leisure 02.8.17

Book Land
Every Person in New York


George Saunders, author of the acclaimed short story collection Tenth of December, has written his first novel. Lincoln in the Bardo takes the death of President Lincoln's son and conjures a ghost story in the way of Wilder's Our Town. As you'd expect from Saunders, there are moments of black humor, and of great compassion.




When she was 15 years old, Georgia Hunter learned that her relatives were Holocaust survivors. Since then, she has been on a quest to learn about the Polish Jews, her family, that fled Poland by different routes and their eventual reunion. We Were the Lucky Ones, to be published next week, is a novel based on her long journey of discovery.




The Nazis again. The Book Thieves: The Nazi Looting of Europe's Libraries and the Race to Return a Literary Inheritance by Anders Rydell focuses on a piece of the Nazi era not well known—that the Third Reich plundered libraries in an attempt to control thought. Rydell is entrusted with one of the confiscated books and makes it his mission to return to it to relatives of the original, rightful owner.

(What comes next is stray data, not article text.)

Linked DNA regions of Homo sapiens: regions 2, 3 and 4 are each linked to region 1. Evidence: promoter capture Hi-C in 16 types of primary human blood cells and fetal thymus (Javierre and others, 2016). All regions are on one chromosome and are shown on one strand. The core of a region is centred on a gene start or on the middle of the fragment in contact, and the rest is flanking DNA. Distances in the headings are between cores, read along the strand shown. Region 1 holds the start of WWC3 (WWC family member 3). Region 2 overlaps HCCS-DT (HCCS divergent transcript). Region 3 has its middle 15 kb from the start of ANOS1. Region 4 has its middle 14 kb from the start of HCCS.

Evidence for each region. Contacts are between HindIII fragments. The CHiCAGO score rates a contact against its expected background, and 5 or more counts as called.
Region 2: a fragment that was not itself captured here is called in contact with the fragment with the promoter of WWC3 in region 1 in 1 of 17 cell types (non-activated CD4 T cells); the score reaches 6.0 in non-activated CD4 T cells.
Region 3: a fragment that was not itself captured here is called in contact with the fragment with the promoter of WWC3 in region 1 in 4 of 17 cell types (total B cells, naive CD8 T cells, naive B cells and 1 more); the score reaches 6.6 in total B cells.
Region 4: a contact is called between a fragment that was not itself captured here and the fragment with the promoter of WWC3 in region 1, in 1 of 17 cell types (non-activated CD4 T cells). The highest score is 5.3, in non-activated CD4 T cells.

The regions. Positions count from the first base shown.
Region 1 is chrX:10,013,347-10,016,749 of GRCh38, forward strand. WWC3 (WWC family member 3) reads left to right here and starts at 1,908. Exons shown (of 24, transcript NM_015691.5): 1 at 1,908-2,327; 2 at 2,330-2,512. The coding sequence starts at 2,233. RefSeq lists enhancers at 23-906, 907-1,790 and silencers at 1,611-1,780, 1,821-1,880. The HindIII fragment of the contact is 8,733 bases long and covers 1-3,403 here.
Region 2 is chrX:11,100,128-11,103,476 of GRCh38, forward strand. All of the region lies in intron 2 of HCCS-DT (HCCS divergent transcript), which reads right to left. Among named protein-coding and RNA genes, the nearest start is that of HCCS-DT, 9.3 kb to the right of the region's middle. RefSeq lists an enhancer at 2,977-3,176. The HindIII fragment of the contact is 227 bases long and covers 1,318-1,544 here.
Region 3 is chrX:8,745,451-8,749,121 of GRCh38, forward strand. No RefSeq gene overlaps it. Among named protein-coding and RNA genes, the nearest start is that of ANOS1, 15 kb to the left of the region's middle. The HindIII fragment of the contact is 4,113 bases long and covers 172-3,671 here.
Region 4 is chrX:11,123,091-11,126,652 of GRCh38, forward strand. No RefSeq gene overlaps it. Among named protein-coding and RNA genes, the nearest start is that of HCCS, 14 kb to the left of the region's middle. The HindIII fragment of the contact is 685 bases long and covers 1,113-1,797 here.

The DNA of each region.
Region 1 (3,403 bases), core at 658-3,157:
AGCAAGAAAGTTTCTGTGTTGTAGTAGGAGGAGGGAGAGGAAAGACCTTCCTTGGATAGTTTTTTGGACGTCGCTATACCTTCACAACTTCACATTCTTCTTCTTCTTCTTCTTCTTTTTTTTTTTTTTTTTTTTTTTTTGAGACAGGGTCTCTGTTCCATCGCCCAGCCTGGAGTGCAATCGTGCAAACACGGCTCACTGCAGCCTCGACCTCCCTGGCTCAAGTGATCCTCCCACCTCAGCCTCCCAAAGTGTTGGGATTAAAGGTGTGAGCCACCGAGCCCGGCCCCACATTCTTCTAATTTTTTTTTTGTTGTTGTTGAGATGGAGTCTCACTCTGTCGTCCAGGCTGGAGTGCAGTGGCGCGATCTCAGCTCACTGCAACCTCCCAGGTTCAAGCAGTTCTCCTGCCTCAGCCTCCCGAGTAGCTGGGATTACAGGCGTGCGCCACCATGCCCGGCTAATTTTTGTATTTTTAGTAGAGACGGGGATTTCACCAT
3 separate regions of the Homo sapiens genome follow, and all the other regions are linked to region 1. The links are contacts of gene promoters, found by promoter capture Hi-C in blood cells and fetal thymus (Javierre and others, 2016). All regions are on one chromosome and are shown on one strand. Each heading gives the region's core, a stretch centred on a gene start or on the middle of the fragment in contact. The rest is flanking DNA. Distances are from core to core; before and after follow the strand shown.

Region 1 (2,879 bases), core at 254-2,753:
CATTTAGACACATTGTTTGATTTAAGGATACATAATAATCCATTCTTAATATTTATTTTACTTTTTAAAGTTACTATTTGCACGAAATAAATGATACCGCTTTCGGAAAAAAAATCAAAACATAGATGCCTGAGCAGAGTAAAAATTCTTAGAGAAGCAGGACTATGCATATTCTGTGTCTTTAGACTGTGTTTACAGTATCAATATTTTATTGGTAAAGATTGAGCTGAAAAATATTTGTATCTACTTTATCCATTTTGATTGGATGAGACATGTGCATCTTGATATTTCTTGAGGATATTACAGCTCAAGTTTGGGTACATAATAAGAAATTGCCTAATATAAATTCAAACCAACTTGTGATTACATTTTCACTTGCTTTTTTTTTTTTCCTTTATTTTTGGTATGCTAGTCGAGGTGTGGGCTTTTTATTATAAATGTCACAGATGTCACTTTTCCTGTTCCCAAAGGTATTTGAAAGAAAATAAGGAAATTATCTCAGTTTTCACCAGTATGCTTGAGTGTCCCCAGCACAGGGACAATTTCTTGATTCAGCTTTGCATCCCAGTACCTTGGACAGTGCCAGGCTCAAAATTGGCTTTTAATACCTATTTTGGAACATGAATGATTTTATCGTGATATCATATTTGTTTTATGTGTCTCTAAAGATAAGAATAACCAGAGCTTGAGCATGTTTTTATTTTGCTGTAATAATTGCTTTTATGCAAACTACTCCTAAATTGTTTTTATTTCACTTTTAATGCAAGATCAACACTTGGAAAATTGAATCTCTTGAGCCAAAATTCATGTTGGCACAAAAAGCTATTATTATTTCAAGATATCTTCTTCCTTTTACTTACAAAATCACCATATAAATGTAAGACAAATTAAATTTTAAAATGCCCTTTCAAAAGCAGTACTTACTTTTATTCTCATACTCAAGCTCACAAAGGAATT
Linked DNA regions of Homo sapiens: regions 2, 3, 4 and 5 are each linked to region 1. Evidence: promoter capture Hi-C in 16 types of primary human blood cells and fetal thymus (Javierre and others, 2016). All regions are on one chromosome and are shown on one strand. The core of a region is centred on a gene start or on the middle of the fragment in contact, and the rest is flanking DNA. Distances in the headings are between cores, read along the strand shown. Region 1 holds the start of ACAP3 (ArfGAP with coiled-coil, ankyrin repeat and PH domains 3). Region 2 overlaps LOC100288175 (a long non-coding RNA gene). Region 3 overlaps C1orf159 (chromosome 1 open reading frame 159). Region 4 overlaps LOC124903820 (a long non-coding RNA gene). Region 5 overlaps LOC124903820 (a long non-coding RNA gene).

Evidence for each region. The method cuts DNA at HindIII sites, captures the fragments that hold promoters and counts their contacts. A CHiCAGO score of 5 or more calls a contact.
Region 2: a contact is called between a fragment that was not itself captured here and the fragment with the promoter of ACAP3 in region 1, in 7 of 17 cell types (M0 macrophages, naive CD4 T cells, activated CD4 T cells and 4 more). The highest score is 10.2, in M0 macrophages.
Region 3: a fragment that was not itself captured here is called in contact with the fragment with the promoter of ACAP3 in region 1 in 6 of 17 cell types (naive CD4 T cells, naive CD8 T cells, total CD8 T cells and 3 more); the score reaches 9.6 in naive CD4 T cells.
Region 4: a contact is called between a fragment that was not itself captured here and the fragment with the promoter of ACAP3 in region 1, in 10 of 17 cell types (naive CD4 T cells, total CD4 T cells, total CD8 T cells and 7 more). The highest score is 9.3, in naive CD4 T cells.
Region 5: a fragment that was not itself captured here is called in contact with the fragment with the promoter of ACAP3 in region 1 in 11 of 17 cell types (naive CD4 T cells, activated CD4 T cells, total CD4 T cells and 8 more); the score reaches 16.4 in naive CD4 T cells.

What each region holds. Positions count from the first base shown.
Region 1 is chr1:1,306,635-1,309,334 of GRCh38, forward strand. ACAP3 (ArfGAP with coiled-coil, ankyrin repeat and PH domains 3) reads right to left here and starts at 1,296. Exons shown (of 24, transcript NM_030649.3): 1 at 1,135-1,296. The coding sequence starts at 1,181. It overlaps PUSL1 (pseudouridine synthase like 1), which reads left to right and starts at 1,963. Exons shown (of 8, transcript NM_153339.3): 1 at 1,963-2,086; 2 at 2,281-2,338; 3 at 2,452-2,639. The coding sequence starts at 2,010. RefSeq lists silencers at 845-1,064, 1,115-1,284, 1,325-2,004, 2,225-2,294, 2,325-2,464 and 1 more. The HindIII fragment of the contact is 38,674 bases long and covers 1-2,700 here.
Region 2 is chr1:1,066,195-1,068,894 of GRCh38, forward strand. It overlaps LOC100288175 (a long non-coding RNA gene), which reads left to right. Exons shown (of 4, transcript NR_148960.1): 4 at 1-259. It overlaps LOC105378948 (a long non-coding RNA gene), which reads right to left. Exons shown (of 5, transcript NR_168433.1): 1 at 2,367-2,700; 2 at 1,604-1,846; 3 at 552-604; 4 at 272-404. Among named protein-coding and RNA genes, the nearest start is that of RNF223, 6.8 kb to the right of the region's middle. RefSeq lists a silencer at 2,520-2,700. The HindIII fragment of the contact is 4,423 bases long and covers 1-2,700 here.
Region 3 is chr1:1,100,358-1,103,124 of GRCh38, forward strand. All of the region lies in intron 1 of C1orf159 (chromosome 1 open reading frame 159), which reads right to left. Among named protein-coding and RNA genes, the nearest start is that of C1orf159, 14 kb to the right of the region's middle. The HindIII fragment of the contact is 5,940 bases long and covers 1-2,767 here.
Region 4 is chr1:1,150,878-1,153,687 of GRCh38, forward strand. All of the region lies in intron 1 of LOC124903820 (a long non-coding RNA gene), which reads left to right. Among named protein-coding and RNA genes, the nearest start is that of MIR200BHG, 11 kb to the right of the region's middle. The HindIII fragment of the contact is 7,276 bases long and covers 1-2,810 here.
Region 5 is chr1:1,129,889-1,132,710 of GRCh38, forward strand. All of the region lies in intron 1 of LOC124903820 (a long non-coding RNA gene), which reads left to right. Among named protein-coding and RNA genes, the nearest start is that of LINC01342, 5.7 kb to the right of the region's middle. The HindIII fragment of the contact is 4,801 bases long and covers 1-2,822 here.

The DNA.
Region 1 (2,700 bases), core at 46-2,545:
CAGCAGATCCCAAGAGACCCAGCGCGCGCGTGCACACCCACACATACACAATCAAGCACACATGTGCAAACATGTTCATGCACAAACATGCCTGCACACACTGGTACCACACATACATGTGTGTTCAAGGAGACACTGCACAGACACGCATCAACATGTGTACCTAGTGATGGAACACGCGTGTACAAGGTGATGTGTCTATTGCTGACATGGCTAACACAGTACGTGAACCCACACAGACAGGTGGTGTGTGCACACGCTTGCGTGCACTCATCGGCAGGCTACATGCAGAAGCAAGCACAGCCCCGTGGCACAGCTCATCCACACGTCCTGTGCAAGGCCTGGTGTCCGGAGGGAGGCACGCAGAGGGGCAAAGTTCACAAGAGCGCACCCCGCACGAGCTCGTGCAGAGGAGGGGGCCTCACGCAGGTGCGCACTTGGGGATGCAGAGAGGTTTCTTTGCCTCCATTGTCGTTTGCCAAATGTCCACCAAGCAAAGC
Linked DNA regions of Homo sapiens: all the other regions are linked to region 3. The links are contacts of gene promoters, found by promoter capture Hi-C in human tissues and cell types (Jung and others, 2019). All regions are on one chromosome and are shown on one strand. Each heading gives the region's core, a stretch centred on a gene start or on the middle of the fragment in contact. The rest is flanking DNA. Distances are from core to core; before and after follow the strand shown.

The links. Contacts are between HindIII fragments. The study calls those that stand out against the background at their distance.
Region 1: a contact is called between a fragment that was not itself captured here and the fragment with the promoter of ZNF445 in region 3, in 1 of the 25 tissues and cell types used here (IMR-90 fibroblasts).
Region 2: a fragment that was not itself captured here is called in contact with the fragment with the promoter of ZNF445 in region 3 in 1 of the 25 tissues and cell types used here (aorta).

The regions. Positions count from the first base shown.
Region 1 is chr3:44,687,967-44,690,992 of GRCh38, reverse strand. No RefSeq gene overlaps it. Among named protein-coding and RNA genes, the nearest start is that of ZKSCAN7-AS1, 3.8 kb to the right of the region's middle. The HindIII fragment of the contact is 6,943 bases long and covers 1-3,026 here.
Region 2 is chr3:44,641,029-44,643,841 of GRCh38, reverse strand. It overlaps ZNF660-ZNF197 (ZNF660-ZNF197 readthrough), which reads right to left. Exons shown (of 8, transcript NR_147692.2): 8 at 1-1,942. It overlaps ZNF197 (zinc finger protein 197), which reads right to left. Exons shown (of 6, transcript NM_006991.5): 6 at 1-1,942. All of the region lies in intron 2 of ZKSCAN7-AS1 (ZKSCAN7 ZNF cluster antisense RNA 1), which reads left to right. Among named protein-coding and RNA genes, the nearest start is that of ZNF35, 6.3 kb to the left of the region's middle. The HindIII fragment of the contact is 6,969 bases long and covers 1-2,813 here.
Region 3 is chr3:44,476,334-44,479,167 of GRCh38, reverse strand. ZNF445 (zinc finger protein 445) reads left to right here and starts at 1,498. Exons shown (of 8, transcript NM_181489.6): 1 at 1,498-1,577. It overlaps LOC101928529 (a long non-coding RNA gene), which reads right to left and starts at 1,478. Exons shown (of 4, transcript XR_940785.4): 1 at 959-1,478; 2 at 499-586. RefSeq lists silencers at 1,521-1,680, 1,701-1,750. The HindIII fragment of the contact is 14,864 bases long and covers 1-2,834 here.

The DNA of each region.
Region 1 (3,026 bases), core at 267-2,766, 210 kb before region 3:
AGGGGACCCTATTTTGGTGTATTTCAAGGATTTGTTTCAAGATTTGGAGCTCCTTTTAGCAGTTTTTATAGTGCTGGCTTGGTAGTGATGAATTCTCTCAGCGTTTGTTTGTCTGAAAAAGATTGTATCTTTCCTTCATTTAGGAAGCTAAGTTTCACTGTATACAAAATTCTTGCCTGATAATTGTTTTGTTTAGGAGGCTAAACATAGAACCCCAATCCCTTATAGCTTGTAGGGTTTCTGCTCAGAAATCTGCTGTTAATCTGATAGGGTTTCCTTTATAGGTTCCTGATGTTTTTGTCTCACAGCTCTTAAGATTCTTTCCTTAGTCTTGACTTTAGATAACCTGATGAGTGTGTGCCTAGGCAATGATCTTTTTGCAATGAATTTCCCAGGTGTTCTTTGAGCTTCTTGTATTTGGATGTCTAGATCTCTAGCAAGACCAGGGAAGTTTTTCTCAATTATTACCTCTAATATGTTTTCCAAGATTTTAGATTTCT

A history of our species, Sapiens, became a bestseller for Israeli historian Yuval Noah Harari. His new book, Homo Deus (out February 21), looks ahead to where our species may be in the future.




Insomniac City: New York, Oliver, and Me by Bill Hayes, to be published, appropriately enough, on Valentine's Day, is a love-letter to the city and Hayes' relationship with the late Oliver Sacks.




Autumn by Ali Smith is the first novel of a proposed seasonal quartet. The context of Smith's nonlinear, kaleidoscopic approach is Brexit but time, love, art and friendship is its story.




A major hit from Japan, Hideo Yokoyama's Six Four is a long, immersive crime procedural with vivid characters against a backdrop of Japanese police culture.




Christina Baker Kline, author of Orphan Train, has a new novel out February 21. A Piece of the World is about artist Andrew Wyeth and his famous painting Christina's World.








Jason Polan started Every Person in New York in March of 2008. He plans on working on the project until it is finished. Look for more at Jason's site and his book Every Person in New York.




West Seventeenth Street

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